Saturday, 16 October 2004

Pete Coors and Homer Simpson on homosexuality

Jason Kuznicki comments on a strange exchange between Pete Coors and Tim Russert:

Russert: "You see no inconsistency between sponsoring male nude revues and fetish balls and opposing gay adoption and gay marriage?"

Coors: “I don’t.”

Russert: “None whatsoever?”

Coors: “No.”

Russert: “And you’re comfortable sponsoring those kinds of events? That’s part of traditional family values?”

Coors: “Look, this is a very—you know, people are going to have a lot of different ideas about what this is all about. But it is about recognizing that everybody—everyone in this country—should be valued for what they are, and I believe that’s the way we recognize it at our company.”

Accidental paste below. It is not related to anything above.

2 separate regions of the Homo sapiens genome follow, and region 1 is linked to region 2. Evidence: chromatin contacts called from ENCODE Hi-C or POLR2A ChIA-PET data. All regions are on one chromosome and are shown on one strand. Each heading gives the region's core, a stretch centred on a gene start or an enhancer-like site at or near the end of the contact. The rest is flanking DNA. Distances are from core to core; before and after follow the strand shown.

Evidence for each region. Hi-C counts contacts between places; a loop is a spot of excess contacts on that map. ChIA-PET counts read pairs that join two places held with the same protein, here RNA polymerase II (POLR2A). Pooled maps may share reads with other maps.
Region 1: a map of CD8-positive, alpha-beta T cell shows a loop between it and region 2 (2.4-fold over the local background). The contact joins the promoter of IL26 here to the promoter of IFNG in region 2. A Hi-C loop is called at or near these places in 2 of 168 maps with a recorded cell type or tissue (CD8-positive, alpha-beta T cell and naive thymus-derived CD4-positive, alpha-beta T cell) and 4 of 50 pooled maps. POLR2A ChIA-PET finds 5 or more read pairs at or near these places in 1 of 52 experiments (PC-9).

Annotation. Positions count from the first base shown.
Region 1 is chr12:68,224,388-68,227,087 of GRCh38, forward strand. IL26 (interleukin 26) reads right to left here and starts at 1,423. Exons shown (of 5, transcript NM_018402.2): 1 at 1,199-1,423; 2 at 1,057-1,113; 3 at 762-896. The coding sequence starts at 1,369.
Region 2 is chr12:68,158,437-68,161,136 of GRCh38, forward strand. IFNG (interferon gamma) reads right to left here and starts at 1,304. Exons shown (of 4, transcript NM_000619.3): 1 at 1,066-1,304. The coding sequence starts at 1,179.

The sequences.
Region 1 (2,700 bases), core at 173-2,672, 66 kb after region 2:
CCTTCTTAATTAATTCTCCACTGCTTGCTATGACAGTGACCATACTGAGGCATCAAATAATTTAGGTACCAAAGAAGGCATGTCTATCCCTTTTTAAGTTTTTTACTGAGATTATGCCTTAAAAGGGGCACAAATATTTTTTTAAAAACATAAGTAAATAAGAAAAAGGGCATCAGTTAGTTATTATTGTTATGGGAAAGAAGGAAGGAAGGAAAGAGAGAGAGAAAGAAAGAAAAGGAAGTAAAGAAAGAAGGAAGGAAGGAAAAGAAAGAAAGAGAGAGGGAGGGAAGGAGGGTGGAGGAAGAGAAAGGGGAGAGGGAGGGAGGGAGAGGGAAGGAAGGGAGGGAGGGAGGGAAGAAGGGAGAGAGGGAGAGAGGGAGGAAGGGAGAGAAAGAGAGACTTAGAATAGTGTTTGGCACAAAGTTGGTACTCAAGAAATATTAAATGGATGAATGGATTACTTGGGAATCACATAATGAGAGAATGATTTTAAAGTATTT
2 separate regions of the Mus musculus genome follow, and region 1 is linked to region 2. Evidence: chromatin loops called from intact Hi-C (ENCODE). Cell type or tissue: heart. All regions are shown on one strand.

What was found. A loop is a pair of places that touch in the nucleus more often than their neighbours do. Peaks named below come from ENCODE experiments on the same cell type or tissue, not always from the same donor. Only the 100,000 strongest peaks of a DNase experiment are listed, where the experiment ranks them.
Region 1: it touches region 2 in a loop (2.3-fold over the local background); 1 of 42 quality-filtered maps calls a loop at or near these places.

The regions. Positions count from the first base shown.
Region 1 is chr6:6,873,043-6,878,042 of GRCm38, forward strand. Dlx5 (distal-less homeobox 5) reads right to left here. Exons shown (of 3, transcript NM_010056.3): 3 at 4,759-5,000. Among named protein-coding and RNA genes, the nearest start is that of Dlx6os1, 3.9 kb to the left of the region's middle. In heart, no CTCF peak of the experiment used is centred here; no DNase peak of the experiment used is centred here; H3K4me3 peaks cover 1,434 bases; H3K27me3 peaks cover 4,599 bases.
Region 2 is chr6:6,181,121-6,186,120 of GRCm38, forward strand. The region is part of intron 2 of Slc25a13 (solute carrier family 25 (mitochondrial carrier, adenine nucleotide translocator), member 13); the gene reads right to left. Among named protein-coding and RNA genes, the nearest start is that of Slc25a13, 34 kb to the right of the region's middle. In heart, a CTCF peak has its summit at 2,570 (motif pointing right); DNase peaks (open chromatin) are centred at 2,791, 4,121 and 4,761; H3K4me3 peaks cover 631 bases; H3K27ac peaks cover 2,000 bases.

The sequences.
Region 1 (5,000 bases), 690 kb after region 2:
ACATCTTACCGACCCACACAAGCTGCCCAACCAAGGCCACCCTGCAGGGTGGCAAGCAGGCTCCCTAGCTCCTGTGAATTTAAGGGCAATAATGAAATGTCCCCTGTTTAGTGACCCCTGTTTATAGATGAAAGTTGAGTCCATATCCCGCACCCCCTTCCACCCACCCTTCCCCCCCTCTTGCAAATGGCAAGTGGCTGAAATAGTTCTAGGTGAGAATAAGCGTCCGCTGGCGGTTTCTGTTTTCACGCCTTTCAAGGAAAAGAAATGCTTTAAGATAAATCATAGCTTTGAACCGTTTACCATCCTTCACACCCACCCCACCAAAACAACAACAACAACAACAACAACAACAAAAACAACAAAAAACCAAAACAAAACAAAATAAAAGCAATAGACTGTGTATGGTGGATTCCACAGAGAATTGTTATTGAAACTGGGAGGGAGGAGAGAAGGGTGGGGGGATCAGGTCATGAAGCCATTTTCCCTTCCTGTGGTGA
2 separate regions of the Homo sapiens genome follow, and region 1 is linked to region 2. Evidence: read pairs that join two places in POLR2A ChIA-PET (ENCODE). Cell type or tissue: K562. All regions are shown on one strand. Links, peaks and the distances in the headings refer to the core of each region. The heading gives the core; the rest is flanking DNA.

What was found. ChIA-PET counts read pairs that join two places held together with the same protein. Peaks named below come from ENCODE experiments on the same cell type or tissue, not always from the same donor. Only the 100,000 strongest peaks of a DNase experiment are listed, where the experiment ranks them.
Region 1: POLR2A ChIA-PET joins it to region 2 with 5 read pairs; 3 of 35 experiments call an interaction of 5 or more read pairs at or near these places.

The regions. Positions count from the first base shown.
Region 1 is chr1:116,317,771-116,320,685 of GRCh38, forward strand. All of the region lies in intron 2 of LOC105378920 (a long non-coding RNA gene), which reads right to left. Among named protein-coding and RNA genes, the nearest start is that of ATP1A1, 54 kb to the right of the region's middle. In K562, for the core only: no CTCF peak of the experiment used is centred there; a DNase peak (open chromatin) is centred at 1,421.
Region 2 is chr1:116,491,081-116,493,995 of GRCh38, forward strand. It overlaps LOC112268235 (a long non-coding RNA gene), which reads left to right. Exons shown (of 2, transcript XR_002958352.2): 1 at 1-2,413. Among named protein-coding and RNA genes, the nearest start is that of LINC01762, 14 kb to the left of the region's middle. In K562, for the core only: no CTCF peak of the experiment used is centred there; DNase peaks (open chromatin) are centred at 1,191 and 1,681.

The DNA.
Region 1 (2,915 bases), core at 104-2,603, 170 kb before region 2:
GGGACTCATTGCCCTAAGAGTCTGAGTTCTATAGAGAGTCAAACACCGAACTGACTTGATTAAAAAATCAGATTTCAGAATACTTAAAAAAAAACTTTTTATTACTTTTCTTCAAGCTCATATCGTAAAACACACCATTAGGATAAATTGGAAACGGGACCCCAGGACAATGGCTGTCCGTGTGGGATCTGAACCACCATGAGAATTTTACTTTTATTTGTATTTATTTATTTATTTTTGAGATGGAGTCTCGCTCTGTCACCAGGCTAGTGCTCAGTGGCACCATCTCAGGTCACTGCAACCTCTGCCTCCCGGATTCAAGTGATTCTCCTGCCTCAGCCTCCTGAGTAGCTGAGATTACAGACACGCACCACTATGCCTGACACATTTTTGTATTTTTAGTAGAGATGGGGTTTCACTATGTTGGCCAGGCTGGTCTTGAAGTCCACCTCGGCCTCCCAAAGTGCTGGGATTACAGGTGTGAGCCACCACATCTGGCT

Kuznicki writes:

When Coors Brewing, an organization with a long and very poor record on gay issues, suddenly sponsors a raunch fetish party, they are valuing us for who we are. But when we ourselves demand to be treated as ordinary people--That's an attack on the traditional family.

In a sense, it’s the hidden curse of diversity. For years, we insisted on the essential difference between gay and straight. We demanded that gays must be accepted as different.

Then some people apparently got the message: Gays are acceptable only if they are these strange, hypersexualized, fundamentally sub-human creatures. We can dance nude on stage or wet ourselves in public—but when we try to get married or raise a family, man, that’s sick.

The attitude of Pete Coors towards gays reminds me of Homer Simpson: “I like my beer cold, my TV loud and my homosexuals flaming.”